Mr. Pike is one of the prominent and well-to-do bachelors of Deuel county. He is quite heavily interested in the real estate business in Oshkosh, owns a fine building located on one of the best business lots in the town, and has met with considerable success in this line. In his township he is one of the leading public-spirited citizens, taking an active part in school affairs, and has held the office of moderator of district No. 23. Politically, he is a Democrat, and although he has never sought public preferment, has held numerous local offices. He is vice-president of the Antelope Valley Telephone Company, which he helped organize. He was also instrumental in the organization of the Antelope Valley Horse Company, and has been its treasurer for two years.
Prominent among the successful business men of Gordon, Nebraska, is the gentleman above named. Mr. Cilek is engaged in the retail meat trade, and has one of the finest and best equipped markets in Gordon. He has built up a good trade through his strict honesty, and his market is one of the best patronized here, catering to the best class of people.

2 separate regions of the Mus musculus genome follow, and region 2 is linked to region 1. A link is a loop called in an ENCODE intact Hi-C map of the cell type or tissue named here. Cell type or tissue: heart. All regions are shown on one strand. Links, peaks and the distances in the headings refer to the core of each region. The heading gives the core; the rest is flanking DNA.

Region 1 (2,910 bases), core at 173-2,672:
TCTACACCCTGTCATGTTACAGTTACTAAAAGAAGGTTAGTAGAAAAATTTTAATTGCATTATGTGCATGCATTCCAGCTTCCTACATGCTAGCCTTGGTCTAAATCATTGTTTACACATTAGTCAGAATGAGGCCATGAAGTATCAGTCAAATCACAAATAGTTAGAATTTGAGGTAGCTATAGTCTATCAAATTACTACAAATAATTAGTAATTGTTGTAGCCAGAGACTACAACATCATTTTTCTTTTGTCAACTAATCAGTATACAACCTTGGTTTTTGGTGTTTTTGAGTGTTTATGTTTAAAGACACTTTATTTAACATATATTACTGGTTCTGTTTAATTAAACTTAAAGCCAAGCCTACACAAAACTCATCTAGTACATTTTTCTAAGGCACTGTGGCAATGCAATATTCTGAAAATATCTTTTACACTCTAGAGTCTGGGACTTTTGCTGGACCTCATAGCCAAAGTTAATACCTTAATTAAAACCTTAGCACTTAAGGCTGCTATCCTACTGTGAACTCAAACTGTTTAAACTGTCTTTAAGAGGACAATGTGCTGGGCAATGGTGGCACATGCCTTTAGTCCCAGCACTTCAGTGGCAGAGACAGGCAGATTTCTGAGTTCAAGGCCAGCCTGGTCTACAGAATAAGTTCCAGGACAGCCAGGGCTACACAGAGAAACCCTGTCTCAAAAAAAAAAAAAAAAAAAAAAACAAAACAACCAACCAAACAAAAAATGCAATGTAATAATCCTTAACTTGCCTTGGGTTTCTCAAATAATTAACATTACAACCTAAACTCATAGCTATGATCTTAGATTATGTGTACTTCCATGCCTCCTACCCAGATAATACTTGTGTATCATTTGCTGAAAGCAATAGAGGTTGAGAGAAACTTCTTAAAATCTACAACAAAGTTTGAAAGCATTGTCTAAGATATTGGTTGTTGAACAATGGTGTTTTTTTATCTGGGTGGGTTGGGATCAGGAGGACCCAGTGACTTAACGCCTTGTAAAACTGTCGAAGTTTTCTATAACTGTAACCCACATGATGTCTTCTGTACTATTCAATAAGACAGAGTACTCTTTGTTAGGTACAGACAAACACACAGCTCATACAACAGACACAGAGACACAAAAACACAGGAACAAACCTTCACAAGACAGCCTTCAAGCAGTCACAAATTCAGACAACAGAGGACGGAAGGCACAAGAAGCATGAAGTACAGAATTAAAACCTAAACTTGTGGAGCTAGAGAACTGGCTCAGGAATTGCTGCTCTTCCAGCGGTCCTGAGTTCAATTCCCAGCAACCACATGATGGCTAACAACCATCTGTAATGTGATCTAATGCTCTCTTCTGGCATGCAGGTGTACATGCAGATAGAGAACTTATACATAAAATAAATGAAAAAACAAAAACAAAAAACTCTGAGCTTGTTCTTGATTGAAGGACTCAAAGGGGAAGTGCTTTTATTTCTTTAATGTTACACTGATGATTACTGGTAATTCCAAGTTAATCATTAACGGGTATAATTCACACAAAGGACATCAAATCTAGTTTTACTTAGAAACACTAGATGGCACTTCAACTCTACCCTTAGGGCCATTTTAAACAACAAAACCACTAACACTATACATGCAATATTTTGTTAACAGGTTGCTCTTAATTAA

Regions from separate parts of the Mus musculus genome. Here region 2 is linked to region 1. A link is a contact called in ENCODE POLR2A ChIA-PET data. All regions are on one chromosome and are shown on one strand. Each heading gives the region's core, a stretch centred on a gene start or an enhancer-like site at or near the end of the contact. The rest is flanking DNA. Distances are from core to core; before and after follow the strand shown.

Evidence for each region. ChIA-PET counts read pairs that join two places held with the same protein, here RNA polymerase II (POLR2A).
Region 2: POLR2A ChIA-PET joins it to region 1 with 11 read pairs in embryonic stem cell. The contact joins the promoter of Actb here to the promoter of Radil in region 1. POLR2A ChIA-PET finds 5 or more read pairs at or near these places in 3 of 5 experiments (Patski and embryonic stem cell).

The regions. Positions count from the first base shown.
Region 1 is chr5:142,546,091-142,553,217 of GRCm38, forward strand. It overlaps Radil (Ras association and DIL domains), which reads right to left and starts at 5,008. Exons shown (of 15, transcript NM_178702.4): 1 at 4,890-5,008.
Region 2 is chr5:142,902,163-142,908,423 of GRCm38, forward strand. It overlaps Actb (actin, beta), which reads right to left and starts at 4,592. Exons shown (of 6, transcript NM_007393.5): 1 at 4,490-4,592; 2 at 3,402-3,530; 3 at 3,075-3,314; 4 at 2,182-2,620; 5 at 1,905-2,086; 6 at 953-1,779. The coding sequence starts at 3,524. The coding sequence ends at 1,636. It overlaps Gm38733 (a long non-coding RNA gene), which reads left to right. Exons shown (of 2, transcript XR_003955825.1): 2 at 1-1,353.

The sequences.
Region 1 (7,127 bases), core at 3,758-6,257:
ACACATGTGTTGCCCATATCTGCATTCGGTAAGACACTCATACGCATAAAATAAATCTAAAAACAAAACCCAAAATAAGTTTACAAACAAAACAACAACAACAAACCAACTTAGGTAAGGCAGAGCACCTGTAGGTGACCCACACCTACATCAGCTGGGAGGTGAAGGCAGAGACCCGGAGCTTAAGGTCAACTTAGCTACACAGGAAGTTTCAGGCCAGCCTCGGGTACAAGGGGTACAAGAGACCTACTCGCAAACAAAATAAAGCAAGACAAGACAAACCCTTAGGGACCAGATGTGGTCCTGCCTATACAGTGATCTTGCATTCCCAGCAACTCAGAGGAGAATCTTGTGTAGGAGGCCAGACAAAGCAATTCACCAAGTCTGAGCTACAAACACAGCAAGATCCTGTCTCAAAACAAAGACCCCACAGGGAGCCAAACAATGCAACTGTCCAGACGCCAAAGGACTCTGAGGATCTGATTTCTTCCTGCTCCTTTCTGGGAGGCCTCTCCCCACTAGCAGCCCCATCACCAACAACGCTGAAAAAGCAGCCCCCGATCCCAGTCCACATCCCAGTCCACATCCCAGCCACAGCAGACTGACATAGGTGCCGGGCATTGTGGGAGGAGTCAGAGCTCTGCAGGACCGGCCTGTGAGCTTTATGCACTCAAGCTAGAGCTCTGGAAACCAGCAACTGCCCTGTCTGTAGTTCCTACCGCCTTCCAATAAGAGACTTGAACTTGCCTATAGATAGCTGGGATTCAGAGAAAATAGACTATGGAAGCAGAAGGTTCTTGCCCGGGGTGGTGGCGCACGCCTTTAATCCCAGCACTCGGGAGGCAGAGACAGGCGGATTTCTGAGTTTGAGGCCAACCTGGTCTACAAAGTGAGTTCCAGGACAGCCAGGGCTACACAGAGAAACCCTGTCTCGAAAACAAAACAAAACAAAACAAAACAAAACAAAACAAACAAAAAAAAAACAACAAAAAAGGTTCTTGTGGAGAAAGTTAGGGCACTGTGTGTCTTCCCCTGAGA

Mr. Cilek was born in Harvard* (sic) county, Nebraska, in 1882, and is a son of Frank Cilek, who came to Sheridan county in 1889, now a farmer in Dawes county. He had a family of four children, and our subject is the second member. He grew up in Dawes county, assisting his father in the hard work always to be found in carrying on a farm, and there received a good training for his later years. In 1901 he returned to his old home in Harvard county, and there worked at teaming, and in the butcher business at St. Paul, Nebraska, for some time. He then went west and spent a year traveling through California and Oregon, and in 1903 came to Gordon, where he worked in a meat market here. In 1906 Mr. Cilek bought a half interest in this business, and since that time has taken over the entire management of the place, and is well liked by everyone with whom he comes in contact in a business or social way.
* "Harvard" should probably be "Howard" county. See later reference in same paragraph to St. Paul.
Mr. Cilek is a young man of sterling character, industrious and energetic, and well deserves the success he has met with since beginning in business. His market is a model of its kind and he enjoys a good patronage.
WILLIAM H. SELLERS.